Govt plans to lay off 8,000 PSM employees, ECC told

Updated May 14 2020

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The governments have been paying about Rs270 million per month in salaries to the PSM employees from the federal budget, but have made no attempt to revive it. — Reuters/File
The governments have been paying about Rs270 million per month in salaries to the PSM employees from the federal budget, but have made no attempt to revive it. — Reuters/File

ISLAMABAD: The government plans to terminate the services of over 8,000 remaining staff of the Pakistan Steel Mills (PSM) — the country’s largest but closed industrial unit — through a compensation package of about Rs19 billion.

A meeting on Wednesday of the Economic Coordination Committee (ECC) of the cabinet presided over by Prime Minister’s Adviser on Finance and Revenue Dr Abdul Hafeez Shaikh had an initial discussion on the “Human Resource Rationalisation Plan” for PSM, worth Rs18.74bn.

The ECC also took up a proposal of the petroleum ministry for hedging of oil imports, but the summary was withdrawn by the ministry.

The ministry of industries and production has come up with the plan for rationalisation of the workforce of PSM costing Rs18.74bn, which is to be paid in retirement and termination dues to over 8,000 of the 9,000 employees.

The committee discussed the proposal in considerable detail and asked the industries ministry to resubmit the proposal after reformulating it in consultation with the PSM management so that its scope could be extended to the maximum number of PSM employees.

Rs19bn compensation package to be offered to workers

The failure of the country’s “mother industry is an unending story of unchecked corruption, inefficiency, and over-employment”, according to an earlier summary submitted to the ECC. The PSM has been closed since June 2015, when its gas supply was drastically curtailed for non-payment of bills that were significantly lower than the default of a private sector entity at the same time.

The stakeholders of the PSM have been demanding of the federal government to order an in-depth and 15-year audit of the mills’ performance that led to its closure and loss of more than 2,000 acres of its precious land to land grabbers.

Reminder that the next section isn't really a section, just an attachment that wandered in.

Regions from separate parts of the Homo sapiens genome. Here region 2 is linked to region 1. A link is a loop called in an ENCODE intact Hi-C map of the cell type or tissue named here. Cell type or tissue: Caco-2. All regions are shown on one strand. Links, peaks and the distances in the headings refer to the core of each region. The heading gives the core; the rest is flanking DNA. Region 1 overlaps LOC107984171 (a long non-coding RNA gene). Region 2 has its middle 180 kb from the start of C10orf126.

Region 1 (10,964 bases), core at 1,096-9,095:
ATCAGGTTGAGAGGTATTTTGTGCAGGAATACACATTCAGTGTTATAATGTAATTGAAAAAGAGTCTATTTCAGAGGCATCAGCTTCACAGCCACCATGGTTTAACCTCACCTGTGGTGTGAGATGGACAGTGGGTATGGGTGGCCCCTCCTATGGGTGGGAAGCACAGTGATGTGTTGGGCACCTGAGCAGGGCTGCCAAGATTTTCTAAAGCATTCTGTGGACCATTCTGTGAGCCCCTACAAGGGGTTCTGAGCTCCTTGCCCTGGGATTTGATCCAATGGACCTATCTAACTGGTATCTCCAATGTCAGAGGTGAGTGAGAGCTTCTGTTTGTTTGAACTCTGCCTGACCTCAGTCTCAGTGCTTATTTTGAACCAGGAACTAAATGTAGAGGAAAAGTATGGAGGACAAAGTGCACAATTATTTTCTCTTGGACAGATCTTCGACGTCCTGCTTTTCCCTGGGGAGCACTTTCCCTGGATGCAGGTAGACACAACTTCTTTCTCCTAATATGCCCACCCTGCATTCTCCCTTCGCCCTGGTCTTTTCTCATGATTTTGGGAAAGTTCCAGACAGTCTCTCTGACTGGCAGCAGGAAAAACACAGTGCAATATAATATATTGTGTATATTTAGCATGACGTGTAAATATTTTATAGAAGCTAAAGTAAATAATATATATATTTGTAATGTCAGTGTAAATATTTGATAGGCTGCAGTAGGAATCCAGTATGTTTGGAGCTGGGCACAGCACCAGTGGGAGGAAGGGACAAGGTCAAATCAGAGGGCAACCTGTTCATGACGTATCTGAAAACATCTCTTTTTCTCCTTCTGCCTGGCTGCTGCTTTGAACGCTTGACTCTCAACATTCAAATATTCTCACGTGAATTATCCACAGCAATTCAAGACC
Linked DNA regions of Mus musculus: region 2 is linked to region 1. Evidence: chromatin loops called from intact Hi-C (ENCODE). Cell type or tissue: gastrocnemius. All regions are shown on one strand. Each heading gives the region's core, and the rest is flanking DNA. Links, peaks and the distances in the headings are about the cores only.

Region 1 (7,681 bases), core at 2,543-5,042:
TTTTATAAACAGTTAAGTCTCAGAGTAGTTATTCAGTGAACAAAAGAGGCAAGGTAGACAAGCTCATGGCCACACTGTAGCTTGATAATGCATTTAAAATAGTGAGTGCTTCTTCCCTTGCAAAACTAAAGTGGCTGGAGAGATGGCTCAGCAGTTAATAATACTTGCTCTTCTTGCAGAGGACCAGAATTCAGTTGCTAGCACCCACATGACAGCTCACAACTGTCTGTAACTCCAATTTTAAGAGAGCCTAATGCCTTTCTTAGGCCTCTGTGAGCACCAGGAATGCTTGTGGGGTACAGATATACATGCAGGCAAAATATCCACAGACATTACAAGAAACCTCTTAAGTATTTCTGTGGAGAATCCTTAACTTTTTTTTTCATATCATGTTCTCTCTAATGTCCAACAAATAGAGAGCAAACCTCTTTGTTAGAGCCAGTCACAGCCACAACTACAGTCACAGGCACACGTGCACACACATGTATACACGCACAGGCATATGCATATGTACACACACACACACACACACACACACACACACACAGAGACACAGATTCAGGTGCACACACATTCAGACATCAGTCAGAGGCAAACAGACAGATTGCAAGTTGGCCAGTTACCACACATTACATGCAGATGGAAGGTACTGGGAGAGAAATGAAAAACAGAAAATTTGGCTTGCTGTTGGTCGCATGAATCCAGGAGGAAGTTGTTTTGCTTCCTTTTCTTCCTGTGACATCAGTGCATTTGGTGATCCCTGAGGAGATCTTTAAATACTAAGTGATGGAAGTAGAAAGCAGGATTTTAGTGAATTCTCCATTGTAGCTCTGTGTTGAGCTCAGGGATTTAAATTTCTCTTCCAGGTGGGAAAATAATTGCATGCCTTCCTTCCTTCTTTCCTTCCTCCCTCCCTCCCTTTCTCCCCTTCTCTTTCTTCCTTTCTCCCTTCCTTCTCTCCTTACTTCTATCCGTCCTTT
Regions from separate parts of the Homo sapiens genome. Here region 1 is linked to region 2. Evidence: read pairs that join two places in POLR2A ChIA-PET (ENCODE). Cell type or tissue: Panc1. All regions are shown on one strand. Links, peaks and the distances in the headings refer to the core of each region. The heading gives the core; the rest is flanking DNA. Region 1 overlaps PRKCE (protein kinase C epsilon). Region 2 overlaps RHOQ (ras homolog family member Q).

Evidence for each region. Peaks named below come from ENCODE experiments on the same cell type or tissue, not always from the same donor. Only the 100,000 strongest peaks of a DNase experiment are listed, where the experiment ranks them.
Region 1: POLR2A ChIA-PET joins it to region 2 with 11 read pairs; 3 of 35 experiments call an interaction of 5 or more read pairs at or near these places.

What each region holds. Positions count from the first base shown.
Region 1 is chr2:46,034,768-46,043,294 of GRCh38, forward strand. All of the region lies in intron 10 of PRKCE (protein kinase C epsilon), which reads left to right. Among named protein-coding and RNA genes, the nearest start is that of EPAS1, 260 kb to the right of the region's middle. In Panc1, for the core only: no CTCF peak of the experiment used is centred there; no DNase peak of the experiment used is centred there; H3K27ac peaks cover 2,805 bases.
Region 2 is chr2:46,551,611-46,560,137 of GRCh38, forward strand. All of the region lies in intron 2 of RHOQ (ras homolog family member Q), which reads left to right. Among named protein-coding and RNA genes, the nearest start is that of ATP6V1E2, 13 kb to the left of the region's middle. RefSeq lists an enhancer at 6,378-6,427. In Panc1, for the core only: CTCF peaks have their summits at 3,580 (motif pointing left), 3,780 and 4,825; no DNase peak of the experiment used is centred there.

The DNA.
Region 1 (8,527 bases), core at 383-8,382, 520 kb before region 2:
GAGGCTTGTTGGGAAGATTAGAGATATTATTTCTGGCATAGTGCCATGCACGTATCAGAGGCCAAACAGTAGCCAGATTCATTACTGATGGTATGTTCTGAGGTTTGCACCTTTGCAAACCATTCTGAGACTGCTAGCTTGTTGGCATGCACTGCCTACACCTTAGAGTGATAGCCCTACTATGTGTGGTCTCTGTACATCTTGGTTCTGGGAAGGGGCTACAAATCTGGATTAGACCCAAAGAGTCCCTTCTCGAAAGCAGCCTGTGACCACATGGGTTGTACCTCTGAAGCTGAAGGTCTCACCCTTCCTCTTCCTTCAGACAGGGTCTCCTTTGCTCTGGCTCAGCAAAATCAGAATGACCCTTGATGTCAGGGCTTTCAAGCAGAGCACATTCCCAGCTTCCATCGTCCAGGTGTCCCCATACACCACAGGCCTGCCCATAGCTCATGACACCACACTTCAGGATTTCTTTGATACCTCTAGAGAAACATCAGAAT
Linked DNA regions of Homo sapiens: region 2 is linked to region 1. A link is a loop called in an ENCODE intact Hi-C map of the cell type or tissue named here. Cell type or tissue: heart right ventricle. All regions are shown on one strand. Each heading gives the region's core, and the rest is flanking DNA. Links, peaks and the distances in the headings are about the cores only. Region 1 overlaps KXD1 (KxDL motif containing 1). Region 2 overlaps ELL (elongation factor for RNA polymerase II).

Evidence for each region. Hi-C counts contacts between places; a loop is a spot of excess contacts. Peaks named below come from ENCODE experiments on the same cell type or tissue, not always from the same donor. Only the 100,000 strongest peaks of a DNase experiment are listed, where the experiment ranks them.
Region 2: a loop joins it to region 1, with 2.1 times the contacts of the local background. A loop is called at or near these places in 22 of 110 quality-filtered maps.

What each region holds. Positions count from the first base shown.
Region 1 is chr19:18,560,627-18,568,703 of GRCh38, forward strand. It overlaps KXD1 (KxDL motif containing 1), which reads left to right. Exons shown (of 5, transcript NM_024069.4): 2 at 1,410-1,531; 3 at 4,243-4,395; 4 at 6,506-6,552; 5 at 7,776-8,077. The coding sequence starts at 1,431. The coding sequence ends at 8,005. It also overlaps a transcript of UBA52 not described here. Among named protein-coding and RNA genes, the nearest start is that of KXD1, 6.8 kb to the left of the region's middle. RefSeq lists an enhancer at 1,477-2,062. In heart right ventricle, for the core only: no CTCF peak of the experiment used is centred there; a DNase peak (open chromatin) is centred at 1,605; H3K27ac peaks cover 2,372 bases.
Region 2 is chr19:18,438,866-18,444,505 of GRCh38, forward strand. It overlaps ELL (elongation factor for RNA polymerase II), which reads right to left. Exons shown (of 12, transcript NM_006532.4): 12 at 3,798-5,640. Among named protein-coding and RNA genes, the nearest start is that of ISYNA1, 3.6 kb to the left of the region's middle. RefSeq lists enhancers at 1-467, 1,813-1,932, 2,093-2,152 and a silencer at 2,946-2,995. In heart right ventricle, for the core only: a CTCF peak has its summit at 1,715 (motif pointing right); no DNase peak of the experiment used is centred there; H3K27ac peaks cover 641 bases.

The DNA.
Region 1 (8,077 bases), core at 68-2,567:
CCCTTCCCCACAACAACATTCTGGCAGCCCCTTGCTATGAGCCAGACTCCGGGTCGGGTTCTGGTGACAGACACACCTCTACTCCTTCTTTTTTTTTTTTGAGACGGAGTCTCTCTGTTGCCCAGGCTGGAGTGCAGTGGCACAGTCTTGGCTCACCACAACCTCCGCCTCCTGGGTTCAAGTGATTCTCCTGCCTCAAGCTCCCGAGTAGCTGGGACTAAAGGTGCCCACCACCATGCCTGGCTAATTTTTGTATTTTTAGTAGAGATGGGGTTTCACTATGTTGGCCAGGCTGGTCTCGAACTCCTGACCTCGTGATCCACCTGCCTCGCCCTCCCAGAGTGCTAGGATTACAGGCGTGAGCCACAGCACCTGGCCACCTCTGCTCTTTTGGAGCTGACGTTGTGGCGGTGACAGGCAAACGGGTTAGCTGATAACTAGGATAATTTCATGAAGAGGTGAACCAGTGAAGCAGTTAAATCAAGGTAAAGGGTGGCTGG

The total losses and liabilities of the mills have gone beyond Rs500bn, besides about $2.5bn in foreign exchange loss per annum to the country because of import of steel that should have been produced at the PSM.

The governments have been paying about Rs270 million per month in salaries to the PSM employees from the federal budget, but have made no attempt to revive it. The final dues of about 4,000 employees, who retired since 2013, have not been paid and about 650 pensioners out of them have since died but their families have been waiting for their dues.

The Pak-China Investment Bank had declared in 2015 that with an initial investment of $289m (about Rs29bn), provision of uninterrupted electricity supply and a new management, the PSM had the potential of becoming a profitable enterprise given its ideal location, market and facilities.

Not only this, the country’s largest industrial complex could generate the funds required for expanding its production capacity to three million tonnes, the bank said and proposed a development and expansion plan with a capital investment of $288.77m in the first phase, $300.4m in the second and $296.62m in the third. The total investment required was $885.8m, or approximately Rs100bn.

On the basis of field surveys, extensive data and in-depth discussions, the financial advisers had concluded that the PSM was a steel enterprise which had a high starting point, complete process chain and the advantages of resource acquisition and regional market.

The advisers were of the view that because it was located near a city with over 20m population and close to the 50,000-tonne bulk cargo wharf relying on raw material and fuels import, the PSM owned rare logistic cost advantages. With the expansion of production capacity in future, its harbour could also be used to ship products to the rest of the market.

Published in Dawn, May 14th, 2020